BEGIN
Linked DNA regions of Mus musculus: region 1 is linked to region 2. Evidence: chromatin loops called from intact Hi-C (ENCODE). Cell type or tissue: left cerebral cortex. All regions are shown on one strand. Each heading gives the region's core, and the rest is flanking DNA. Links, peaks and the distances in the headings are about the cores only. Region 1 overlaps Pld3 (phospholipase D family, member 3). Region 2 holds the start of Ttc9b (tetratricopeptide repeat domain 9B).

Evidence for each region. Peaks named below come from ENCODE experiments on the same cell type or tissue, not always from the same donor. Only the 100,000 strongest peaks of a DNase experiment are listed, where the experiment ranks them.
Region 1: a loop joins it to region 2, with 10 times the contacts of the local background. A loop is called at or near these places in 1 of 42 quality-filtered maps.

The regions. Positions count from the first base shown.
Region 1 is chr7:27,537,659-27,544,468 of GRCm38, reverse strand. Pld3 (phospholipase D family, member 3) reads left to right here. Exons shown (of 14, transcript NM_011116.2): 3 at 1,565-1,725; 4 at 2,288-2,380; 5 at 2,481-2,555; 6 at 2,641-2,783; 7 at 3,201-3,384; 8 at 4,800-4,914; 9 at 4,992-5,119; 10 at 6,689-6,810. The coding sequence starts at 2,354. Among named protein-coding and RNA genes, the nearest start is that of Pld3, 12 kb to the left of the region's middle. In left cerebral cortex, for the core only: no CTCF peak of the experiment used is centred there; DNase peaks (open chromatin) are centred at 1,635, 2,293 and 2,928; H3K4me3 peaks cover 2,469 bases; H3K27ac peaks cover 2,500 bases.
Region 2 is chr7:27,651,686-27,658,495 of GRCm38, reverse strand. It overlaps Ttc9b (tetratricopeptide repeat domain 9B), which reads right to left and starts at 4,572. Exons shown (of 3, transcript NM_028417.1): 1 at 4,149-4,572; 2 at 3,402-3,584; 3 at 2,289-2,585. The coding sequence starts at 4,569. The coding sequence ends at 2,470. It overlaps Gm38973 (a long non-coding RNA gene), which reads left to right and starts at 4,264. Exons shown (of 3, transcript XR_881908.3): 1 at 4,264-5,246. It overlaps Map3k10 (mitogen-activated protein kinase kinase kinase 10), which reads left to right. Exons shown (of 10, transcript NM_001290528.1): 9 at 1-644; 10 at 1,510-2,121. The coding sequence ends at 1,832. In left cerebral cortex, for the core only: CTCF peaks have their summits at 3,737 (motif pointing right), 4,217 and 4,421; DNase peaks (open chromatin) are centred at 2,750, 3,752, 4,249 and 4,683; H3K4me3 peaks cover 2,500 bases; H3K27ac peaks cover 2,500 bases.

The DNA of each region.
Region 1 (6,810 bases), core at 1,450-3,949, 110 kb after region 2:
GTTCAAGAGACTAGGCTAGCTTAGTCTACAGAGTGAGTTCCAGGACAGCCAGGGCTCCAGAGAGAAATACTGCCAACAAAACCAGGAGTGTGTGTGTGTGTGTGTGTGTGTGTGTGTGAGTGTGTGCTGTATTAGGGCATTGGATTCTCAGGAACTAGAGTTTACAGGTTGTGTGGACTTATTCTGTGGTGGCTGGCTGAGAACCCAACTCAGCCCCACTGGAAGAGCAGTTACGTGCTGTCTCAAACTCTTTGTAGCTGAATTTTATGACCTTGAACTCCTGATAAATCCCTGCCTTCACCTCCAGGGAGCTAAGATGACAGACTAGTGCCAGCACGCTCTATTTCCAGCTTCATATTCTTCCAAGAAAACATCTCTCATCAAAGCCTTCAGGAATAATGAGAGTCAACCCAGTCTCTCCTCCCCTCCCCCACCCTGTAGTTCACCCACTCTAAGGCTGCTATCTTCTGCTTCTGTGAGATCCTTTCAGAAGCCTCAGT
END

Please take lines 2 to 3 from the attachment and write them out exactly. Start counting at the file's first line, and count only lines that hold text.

Evidence for each region. Peaks named below come from ENCODE experiments on the same cell type or tissue, not always from the same donor. Only the 100,000 strongest peaks of a DNase experiment are listed, where the experiment ranks them.
Region 1: a loop joins it to region 2, with 10 times the contacts of the local background. A loop is called at or near these places in 1 of 42 quality-filtered maps.